leish215-year-old Gulsum receives an injection to treat leishmaniasis. Photo: WHO/S.Ramo“It is a very serious issue. I know of cases where families wouldn’t let a woman touch the dishes at home or the husband refused to share a bed with his wife. I also heard of an engagement being broken off because the woman had leishmaniasis. This disease destroys women’s lives,” said Dr. Ahmadi.

Leishmaniasis is treatable and curable. The use of insecticide-sprayed bed nets as well as good sanitation and proper waste disposal facilities lower the risk of contracting the disease in endemic areas.

“I have had this disease and these lesions on my face for 11 months. First, I went to a private clinic but they weren’t able to help me. My neighbour told me about this place so I came here,” said Farzana, a young woman in her 20s, covering a large purple mark and open lesion on her face with her scarf. “People are really mean to me and say bad things although they know that they can’t catch this disease from me.”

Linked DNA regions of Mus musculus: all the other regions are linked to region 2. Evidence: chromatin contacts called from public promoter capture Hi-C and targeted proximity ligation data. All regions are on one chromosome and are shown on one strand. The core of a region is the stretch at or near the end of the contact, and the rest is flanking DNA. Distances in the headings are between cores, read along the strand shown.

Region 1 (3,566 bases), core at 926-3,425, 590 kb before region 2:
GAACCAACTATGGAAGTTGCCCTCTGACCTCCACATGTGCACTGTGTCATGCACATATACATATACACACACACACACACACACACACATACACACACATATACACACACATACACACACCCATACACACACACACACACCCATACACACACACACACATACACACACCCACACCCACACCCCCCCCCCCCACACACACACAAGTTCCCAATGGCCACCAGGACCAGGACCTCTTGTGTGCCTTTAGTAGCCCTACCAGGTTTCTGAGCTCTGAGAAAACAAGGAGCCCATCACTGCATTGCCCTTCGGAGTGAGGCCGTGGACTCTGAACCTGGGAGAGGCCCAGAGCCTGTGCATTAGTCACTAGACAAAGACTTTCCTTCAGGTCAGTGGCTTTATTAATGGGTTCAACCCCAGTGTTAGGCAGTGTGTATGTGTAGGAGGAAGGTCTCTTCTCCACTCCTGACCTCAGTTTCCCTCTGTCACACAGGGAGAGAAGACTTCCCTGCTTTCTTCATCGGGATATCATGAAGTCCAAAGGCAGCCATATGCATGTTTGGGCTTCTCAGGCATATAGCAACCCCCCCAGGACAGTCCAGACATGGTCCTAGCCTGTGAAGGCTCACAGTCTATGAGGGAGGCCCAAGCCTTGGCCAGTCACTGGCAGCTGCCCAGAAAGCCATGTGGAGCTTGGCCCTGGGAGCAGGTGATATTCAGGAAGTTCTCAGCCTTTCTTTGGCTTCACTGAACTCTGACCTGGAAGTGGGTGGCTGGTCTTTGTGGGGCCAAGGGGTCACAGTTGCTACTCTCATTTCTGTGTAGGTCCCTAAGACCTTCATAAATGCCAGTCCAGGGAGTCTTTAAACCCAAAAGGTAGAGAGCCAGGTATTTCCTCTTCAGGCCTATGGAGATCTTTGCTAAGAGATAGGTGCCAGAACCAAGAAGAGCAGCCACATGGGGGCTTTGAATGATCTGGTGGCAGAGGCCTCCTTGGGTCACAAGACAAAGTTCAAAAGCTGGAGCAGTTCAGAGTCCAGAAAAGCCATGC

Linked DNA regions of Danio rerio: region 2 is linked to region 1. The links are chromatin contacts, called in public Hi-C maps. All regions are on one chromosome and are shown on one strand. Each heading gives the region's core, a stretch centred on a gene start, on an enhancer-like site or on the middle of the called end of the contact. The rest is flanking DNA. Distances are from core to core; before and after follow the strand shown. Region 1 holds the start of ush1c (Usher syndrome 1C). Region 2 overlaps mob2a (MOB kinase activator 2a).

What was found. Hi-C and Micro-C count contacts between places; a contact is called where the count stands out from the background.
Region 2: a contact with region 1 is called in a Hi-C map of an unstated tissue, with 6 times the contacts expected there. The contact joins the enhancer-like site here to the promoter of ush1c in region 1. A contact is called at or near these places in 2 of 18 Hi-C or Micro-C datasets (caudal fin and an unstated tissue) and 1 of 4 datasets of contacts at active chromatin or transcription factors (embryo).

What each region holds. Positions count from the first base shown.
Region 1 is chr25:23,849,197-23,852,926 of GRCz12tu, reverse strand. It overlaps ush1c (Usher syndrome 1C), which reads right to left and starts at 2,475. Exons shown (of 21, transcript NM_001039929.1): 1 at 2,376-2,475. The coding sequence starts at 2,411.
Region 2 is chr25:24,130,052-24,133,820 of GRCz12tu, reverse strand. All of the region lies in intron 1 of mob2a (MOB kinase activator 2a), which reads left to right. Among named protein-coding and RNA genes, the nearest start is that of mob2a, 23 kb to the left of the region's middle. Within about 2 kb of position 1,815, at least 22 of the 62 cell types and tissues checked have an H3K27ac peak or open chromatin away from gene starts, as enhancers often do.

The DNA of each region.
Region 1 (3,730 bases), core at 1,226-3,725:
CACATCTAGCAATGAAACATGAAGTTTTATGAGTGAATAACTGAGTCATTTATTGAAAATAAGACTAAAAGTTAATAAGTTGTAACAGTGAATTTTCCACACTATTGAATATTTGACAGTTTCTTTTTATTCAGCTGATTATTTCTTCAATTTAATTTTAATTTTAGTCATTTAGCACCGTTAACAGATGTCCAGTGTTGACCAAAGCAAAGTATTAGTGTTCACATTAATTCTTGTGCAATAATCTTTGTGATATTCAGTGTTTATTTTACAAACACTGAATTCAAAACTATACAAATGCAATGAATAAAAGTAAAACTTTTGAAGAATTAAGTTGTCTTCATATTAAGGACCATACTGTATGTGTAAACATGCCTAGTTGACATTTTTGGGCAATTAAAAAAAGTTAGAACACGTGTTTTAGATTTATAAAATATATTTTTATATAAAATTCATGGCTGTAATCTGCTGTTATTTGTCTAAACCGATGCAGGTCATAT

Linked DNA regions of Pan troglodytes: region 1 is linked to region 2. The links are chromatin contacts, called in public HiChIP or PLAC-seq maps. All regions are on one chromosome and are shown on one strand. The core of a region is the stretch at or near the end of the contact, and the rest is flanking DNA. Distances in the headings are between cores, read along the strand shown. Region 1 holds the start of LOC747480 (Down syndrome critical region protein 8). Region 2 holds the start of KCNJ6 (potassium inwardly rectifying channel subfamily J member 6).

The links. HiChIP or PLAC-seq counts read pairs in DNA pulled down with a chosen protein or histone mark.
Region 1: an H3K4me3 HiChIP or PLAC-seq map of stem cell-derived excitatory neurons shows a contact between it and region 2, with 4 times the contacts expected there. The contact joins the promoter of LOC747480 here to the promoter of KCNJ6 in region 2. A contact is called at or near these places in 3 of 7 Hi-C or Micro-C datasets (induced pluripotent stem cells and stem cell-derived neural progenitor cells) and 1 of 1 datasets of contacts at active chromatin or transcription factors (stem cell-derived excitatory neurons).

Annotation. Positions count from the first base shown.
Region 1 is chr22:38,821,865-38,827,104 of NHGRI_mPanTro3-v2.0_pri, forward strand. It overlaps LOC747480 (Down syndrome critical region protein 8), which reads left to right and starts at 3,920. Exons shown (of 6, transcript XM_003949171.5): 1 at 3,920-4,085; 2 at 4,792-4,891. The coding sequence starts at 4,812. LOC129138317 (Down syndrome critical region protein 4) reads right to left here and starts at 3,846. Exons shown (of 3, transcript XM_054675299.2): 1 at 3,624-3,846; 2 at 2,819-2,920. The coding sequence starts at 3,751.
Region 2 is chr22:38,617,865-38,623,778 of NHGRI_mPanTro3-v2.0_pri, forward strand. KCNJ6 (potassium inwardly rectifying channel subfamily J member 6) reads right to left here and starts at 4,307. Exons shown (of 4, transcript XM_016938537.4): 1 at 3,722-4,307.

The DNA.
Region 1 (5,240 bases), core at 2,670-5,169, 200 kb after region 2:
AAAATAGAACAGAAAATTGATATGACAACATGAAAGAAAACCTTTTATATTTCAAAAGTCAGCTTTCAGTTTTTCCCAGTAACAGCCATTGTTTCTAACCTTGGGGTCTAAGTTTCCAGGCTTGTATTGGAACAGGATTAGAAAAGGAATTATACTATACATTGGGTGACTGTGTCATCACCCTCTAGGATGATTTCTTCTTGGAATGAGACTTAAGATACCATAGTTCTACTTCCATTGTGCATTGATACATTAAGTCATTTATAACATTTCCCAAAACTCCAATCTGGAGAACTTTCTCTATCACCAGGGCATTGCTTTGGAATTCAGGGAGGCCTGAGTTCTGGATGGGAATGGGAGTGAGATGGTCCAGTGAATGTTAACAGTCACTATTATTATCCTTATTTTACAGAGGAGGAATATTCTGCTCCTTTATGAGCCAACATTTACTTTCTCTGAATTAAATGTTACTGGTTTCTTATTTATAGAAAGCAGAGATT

Cutaneous leishmaniasis can easily be treated by a series of injections of sodium stibogluconate to the lesions. However, many people cannot access treatment and only a few health centres are capable of administering these injections. Many cannot afford the long travel that is required to reach the centre.

“This is the third time I am visiting this centre to get my injections. This place is very far from my home and it is not easy for me to come here. Many people in my neighbourhood have this same disease so we often come here together to get our medicines,” said Manizha.

In the absence of treatment, some people rely on traditional healers who often make the scars and lesions worse by administering harmful chemicals on them. This happened to 10-year-old Noori who was carried by his brother to the treatment centre with painful open lesions on his foot. He stopped going to school a month ago because the burning lesions make it impossible for him to walk.

Neglected disease, limited resources

After long-standing advocacy by WHO and partners, leishmaniasis treatment has been finally added to the Afghanistan’s Basic Package of Health Services (BPHS) in 2016. However, full integration that ensures the availability of drugs and treatment capacity in all health facilities is a lengthy process.